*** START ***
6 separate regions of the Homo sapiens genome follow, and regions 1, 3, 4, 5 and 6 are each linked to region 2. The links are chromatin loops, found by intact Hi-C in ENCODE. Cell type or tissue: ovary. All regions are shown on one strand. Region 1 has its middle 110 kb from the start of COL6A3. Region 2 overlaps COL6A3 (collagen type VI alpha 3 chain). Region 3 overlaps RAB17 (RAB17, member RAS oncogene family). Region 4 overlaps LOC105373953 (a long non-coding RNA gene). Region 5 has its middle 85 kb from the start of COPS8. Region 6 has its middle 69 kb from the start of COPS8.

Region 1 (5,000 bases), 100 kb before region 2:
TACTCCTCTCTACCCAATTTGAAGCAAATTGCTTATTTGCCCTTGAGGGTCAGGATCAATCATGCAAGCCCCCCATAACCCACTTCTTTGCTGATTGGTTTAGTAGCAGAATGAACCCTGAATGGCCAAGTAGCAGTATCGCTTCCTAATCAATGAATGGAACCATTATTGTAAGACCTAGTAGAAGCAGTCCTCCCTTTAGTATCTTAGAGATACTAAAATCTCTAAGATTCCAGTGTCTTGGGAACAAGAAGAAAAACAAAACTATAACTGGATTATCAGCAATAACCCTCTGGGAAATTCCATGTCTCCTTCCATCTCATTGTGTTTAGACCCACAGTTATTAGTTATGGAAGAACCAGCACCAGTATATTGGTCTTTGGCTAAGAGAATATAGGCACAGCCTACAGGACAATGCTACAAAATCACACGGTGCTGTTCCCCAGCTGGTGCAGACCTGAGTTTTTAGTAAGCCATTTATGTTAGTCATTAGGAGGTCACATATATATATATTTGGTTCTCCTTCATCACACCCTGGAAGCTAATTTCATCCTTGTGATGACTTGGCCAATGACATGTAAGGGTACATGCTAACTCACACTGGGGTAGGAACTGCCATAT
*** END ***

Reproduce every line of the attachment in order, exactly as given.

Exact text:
6 separate regions of the Homo sapiens genome follow, and regions 1, 3, 4, 5 and 6 are each linked to region 2. The links are chromatin loops, found by intact Hi-C in ENCODE. Cell type or tissue: ovary. All regions are shown on one strand. Region 1 has its middle 110 kb from the start of COL6A3. Region 2 overlaps COL6A3 (collagen type VI alpha 3 chain). Region 3 overlaps RAB17 (RAB17, member RAS oncogene family). Region 4 overlaps LOC105373953 (a long non-coding RNA gene). Region 5 has its middle 85 kb from the start of COPS8. Region 6 has its middle 69 kb from the start of COPS8.

Region 1 (5,000 bases), 100 kb before region 2:
TACTCCTCTCTACCCAATTTGAAGCAAATTGCTTATTTGCCCTTGAGGGTCAGGATCAATCATGCAAGCCCCCCATAACCCACTTCTTTGCTGATTGGTTTAGTAGCAGAATGAACCCTGAATGGCCAAGTAGCAGTATCGCTTCCTAATCAATGAATGGAACCATTATTGTAAGACCTAGTAGAAGCAGTCCTCCCTTTAGTATCTTAGAGATACTAAAATCTCTAAGATTCCAGTGTCTTGGGAACAAGAAGAAAAACAAAACTATAACTGGATTATCAGCAATAACCCTCTGGGAAATTCCATGTCTCCTTCCATCTCATTGTGTTTAGACCCACAGTTATTAGTTATGGAAGAACCAGCACCAGTATATTGGTCTTTGGCTAAGAGAATATAGGCACAGCCTACAGGACAATGCTACAAAATCACACGGTGCTGTTCCCCAGCTGGTGCAGACCTGAGTTTTTAGTAAGCCATTTATGTTAGTCATTAGGAGGTCACATATATATATATTTGGTTCTCCTTCATCACACCCTGGAAGCTAATTTCATCCTTGTGATGACTTGGCCAATGACATGTAAGGGTACATGCTAACTCACACTGGGGTAGGAACTGCCATAT